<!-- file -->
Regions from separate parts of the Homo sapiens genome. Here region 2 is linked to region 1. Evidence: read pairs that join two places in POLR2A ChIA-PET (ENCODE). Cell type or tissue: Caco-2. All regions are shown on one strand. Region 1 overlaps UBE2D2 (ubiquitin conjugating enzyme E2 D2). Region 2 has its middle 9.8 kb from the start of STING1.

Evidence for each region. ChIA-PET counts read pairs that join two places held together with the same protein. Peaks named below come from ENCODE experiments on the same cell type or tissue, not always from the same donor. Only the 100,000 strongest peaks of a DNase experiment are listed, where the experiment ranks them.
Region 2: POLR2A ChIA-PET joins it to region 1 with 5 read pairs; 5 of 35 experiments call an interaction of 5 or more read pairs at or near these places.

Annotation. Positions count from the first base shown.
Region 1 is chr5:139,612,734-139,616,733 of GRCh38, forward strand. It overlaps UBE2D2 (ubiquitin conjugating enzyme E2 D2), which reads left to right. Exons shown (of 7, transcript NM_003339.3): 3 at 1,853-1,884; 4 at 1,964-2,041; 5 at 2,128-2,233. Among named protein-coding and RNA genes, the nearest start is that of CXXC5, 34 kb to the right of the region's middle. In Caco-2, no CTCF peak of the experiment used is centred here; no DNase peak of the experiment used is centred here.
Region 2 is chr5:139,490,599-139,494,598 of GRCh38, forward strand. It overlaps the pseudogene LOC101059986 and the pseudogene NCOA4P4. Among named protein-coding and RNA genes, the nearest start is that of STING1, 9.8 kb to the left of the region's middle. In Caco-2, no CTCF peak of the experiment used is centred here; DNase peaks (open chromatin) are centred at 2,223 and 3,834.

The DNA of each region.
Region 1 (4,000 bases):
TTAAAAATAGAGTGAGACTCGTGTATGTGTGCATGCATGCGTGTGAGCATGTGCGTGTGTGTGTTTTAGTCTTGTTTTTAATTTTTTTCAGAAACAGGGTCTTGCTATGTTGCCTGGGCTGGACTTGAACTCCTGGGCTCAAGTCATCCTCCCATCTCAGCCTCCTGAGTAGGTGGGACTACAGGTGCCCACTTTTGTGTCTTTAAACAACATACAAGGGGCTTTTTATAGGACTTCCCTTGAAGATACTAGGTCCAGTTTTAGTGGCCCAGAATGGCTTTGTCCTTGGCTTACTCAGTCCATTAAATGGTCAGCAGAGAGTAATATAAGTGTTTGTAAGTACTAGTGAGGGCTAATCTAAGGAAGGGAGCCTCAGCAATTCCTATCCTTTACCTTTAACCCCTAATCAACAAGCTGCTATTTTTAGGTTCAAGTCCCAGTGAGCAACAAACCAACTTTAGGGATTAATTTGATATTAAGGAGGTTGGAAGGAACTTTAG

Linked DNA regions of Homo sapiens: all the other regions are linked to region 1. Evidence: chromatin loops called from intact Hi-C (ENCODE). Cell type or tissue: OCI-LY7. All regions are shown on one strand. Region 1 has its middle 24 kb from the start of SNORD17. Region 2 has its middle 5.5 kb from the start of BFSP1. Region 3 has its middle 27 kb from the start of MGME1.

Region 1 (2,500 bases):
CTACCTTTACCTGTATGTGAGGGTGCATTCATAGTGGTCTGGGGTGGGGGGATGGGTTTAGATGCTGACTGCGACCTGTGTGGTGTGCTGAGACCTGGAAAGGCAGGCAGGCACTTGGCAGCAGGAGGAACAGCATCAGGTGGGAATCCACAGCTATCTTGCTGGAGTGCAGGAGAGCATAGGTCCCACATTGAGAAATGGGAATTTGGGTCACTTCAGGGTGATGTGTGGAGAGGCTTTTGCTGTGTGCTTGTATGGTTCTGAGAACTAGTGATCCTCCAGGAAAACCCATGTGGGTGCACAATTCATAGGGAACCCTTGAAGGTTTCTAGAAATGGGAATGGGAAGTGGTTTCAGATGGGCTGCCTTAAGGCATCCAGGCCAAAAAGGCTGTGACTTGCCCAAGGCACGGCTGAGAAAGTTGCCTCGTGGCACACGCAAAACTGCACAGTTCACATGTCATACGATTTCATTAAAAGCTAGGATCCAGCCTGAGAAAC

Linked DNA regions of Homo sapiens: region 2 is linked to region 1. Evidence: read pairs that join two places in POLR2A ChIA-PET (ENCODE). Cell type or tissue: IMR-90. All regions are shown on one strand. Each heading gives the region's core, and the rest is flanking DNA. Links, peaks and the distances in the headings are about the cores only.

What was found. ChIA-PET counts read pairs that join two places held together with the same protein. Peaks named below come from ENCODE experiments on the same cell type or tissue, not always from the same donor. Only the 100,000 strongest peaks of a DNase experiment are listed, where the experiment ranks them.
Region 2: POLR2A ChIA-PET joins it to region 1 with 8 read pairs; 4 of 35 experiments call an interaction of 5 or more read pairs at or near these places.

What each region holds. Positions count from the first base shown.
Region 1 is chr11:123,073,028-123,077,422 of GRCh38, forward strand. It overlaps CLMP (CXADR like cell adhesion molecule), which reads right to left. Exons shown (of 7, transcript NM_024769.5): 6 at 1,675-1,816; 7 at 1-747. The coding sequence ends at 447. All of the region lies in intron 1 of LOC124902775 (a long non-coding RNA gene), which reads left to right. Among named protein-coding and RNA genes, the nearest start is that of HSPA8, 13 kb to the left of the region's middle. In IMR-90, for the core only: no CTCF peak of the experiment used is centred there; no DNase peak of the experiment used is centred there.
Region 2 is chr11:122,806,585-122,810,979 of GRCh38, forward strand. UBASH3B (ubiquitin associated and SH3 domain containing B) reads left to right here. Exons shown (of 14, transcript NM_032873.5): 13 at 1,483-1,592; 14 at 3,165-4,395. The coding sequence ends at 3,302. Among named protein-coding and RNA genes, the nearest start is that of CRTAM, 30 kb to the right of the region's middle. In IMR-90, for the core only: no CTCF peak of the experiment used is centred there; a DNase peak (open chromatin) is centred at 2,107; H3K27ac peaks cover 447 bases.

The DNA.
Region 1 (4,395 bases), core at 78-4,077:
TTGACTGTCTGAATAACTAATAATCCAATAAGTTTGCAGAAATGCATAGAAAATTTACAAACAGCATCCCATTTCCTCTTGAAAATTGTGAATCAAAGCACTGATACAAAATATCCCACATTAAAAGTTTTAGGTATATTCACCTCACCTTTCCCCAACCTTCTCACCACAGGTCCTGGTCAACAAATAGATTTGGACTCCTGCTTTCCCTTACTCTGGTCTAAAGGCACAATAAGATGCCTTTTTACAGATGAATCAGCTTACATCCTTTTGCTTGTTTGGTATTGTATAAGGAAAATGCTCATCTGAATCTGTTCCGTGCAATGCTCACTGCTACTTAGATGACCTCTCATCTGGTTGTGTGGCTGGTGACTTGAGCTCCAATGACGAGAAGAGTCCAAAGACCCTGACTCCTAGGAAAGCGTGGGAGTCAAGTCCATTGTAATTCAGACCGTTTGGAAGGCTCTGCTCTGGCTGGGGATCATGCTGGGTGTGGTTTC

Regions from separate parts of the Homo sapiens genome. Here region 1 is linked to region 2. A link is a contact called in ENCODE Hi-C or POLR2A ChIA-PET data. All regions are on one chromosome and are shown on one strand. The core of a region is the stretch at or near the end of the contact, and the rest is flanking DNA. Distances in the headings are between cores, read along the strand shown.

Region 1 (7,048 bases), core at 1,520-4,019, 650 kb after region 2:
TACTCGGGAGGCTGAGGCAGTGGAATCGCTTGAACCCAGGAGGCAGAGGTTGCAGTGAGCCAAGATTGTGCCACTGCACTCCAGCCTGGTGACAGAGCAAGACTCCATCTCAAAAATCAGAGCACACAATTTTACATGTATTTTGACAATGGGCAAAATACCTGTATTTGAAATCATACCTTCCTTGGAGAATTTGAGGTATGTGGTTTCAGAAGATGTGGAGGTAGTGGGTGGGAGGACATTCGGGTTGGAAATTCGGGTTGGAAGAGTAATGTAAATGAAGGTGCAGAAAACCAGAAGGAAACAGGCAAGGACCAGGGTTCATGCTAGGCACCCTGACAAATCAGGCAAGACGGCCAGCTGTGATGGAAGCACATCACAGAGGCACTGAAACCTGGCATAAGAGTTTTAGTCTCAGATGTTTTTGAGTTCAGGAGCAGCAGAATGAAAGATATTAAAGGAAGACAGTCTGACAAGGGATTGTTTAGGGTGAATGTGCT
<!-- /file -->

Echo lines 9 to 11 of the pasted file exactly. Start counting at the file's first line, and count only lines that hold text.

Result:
TTAAAAATAGAGTGAGACTCGTGTATGTGTGCATGCATGCGTGTGAGCATGTGCGTGTGTGTGTTTTAGTCTTGTTTTTAATTTTTTTCAGAAACAGGGTCTTGCTATGTTGCCTGGGCTGGACTTGAACTCCTGGGCTCAAGTCATCCTCCCATCTCAGCCTCCTGAGTAGGTGGGACTACAGGTGCCCACTTTTGTGTCTTTAAACAACATACAAGGGGCTTTTTATAGGACTTCCCTTGAAGATACTAGGTCCAGTTTTAGTGGCCCAGAATGGCTTTGTCCTTGGCTTACTCAGTCCATTAAATGGTCAGCAGAGAGTAATATAAGTGTTTGTAAGTACTAGTGAGGGCTAATCTAAGGAAGGGAGCCTCAGCAATTCCTATCCTTTACCTTTAACCCCTAATCAACAAGCTGCTATTTTTAGGTTCAAGTCCCAGTGAGCAACAAACCAACTTTAGGGATTAATTTGATATTAAGGAGGTTGGAAGGAACTTTAG

Linked DNA regions of Homo sapiens: all the other regions are linked to region 1. Evidence: chromatin loops called from intact Hi-C (ENCODE). Cell type or tissue: OCI-LY7. All regions are shown on one strand. Region 1 has its middle 24 kb from the start of SNORD17. Region 2 has its middle 5.5 kb from the start of BFSP1. Region 3 has its middle 27 kb from the start of MGME1.

Region 1 (2,500 bases):